Last night, a friend sent me the following message, along with a graph showing how the number of new daily cases of SARS-CoV-2 was slowly tapering down in China:
Might be good to post a bit of positive virus news? I certainly think balance is a good thing on a blog.
Yes, balance is important, and I will admit my coverage of the rapidly-evolving epidemic has been rather dire lately. Trying to find an appropriate balance when reporting about a potential pandemic situation is very difficult. And I do apologize if it’s bringing you down.
However, I would rather be accused of being Mr. Doom and Gloom if it meant that even just one person reading my blogposts about SARS-CoV-2 begins to take it seriously enough to prepare—mentally, emotionally, and physically—for a pandemic.
While the news out of China is somewhat encouraging (if we can trust the figures being released by the Chinese government), the fact remains that China has had to impose some severe, even draconian, measures to get those results: restricting the movements of millions of people and confining them to their homes, shutting down public transportation and factories and markets and all public gatherings.
The question remains: are countries outside China willing to go to the same extremes in order to halt further spread of the coronavirus?
Ask yourself: if you were forced, right now, to stay home for two weeks, without leaving to go grocery shopping or to the pharmacy, how well would you be able to adapt? That is exactly the situation now being faced by people in various communities in South Korea, Iran, and Italy. Next week, next month, next quarter, it could be your town or city.
I’ve been writing about the Wuhan coronavirus for one month now, on and off, and my message has always been the same: prepare. Prepare now, before the majority of people who aren’t paying attention are caught unprepared when an outbreak happens near you, and the panic shopping begins, despite public announcements for calm.
So I’m sorry if I’m bringing you down, but as a H5N1 bird flu prepper from way back in 2005/2006, and as a science librarian, I see what what is happening now as a serious wake-up call.
Yes, we dodged a bullet back in 2005/2006, but I can tell you this: we aren’t going to be so lucky this time around. The H5N1 bird flu died out because sustained human-to-human transmission proved too difficult. But SARS-CoV-2 is proving itself surprisingly adept at human-to-human transmission. We have a sprightly virus on our hands!
The virus is already out there circulating and one day, it will be at your doorstep. Don’t panic, but prepare.
Good Sources of Information on SARS-CoV-2 and COVID-19
Here is my updated list of good, credible, authoritative resources to learn more about the Wuhan coronoavirus (formerly called 2019-nCoV and now officially called SARS-CoV-2; the disease the virus causes is now called COVID-19):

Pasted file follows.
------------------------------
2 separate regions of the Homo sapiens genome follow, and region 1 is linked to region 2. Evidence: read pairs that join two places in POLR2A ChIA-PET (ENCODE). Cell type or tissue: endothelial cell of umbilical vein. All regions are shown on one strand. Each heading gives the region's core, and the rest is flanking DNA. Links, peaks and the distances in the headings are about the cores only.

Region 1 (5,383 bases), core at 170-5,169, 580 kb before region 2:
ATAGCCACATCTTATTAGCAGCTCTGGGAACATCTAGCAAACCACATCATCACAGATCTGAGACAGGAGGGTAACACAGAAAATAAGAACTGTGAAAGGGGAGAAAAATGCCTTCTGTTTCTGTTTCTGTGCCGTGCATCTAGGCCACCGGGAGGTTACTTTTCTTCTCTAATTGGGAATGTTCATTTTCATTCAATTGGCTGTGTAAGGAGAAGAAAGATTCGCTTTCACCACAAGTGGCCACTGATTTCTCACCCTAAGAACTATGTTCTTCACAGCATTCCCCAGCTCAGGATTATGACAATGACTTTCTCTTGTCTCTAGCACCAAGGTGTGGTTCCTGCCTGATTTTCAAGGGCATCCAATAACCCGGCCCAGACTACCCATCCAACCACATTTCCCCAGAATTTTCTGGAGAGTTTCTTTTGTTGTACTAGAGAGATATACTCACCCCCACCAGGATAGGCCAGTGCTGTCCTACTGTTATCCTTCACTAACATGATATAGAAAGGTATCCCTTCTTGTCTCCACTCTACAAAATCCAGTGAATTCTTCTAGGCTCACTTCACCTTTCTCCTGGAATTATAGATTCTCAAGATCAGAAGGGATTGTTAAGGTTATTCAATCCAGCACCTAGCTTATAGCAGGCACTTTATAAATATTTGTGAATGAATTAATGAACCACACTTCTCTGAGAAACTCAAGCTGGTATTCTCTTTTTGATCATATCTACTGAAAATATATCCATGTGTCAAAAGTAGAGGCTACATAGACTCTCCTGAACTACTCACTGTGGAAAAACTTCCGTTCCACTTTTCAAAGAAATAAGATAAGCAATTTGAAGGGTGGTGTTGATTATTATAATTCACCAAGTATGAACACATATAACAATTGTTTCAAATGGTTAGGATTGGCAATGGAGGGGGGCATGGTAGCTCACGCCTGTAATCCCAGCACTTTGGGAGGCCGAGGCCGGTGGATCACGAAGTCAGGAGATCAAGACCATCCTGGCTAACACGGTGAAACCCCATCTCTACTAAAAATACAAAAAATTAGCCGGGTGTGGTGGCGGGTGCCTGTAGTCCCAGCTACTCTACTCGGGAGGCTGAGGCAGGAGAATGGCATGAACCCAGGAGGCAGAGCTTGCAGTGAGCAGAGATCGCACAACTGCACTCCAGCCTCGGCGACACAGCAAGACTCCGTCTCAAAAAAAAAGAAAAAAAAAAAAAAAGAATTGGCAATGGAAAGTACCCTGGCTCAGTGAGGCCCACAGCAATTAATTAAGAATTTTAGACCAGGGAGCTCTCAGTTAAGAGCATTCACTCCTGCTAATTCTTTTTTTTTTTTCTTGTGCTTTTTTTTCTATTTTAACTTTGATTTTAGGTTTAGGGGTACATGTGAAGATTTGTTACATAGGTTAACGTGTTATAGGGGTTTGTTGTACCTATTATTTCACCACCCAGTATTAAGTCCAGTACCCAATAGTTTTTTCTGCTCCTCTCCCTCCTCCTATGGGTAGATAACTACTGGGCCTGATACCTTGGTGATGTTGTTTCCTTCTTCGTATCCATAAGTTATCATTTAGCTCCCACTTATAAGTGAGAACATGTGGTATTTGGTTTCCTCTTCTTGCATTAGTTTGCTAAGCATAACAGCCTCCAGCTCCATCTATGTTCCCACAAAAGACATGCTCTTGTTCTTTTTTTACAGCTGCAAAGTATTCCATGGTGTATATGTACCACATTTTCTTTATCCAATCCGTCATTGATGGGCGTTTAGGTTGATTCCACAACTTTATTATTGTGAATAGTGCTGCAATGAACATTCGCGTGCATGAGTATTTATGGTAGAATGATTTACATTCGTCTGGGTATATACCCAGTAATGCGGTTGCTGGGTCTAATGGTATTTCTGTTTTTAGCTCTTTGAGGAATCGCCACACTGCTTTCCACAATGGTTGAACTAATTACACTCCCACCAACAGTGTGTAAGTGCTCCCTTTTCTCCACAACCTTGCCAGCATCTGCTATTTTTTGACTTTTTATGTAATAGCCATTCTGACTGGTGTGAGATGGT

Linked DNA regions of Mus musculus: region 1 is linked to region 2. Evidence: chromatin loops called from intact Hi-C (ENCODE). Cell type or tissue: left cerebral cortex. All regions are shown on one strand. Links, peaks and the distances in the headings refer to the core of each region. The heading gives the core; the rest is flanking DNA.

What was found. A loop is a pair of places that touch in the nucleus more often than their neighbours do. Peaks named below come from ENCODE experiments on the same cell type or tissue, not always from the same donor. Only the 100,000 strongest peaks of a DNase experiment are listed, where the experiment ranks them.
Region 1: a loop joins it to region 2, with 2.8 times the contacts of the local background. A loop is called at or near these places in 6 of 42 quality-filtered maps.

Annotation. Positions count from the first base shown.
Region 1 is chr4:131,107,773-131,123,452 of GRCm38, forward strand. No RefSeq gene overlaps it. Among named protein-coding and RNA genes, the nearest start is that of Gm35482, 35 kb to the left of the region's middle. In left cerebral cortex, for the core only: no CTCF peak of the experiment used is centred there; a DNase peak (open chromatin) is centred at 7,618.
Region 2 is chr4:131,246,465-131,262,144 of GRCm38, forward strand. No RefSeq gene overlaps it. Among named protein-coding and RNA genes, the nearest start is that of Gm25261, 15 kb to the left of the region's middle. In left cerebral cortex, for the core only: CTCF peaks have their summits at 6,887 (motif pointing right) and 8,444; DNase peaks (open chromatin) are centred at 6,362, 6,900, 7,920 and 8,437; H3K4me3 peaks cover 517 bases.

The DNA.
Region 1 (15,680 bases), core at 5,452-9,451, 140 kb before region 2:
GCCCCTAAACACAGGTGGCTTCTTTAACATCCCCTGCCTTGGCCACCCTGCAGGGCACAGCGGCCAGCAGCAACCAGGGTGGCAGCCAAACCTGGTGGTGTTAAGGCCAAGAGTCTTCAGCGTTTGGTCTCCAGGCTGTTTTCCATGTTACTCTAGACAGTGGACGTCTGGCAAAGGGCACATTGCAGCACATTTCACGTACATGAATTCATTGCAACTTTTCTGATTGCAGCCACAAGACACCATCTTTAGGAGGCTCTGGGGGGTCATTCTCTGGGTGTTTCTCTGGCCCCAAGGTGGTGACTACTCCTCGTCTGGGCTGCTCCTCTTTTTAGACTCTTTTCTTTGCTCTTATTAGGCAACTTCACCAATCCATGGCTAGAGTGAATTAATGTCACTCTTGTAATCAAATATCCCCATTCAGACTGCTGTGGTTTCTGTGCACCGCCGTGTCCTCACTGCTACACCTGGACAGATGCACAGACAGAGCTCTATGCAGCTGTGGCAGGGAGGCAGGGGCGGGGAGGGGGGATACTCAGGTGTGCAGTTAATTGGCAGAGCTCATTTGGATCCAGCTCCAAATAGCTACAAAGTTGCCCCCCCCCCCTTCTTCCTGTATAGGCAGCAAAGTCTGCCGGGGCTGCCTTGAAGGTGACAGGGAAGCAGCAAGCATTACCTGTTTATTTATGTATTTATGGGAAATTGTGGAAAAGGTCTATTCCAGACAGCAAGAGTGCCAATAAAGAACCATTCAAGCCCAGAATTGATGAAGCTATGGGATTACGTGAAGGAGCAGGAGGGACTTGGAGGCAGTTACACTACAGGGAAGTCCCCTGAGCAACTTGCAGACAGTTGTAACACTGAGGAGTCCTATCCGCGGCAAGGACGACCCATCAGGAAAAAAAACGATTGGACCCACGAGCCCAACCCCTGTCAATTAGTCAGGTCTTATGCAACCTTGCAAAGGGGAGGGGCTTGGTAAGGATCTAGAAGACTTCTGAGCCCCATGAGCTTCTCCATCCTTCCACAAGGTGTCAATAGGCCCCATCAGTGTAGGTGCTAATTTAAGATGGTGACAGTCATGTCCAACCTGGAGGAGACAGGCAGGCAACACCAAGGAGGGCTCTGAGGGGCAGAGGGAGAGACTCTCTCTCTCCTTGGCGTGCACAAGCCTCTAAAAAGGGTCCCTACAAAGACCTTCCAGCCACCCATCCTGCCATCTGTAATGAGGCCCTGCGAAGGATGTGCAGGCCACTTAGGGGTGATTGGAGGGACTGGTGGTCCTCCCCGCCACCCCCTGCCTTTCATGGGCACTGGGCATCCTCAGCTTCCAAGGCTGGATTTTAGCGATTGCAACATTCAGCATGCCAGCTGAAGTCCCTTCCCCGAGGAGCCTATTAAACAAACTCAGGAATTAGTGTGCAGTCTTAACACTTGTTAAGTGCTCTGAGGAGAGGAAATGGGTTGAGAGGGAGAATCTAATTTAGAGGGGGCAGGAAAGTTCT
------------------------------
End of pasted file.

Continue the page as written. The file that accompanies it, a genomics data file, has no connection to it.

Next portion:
- the United Nations World Health Organization
- the U.S. Centers for Disease Control and Prevention
- Personal Health Preparedness information from the U.S. CDC
- Pandemic information from Ready.gov (U.S. Department of Homeland Security)
- Health Canada, including an FAQ and a fact sheet
- Public Health Canada
- Information for the Public from the Department of Health and Social Care and Public Health England (U.K.)
- the European Centre for Disease Prevention and Control (new!)
- Public Health Ontario (Canada)
- Coronavirus Information for the Public (British Columbia Centre for Disease Control; see also this series of tweets)
- University of Chicago Medicine
- 2019-2020 Wuhan coronavirus outbreak (Wikipedia)
- Dr. Roger Seheult is posting short videos to his YouTube channel, explaining the medical concepts behind the Wuhan coronavirus in an easy-to-understand way
- Another instructive YouTuber to watch is Dr. John Campbell, a British nurse educator who very clearly explains what you need to know
- If you prefer to get your informtion via audio, the Infectious Diseases Society of America (IDSA) has started a weekly half-hour podcast on SoundCloud, called COVID-19: What’s Happening Now.
- If you want a credible list of people to follow on Twitter, epidemiologist Dr. Ellie Murray has compiled a curated list of coronavirus experts that you can subscribe to.
If you want a quick, up-to-date overview of the current situation, here are three good places to check:
- 2019-nCoV Global Cases (by the Center for Systems Science and Engineering at Johns Hopkins University); other good statistics dashboards can be found here and here.
- Tracking coronavirus: Map, Data and Timeline by BNO News
- the Wikipedia article on the Wuhan coronavirus outbreak is constantly updated by an army of volunteer editors, and provides a good overall summary of the situation
Stay informed, get prepared, and stay healthy!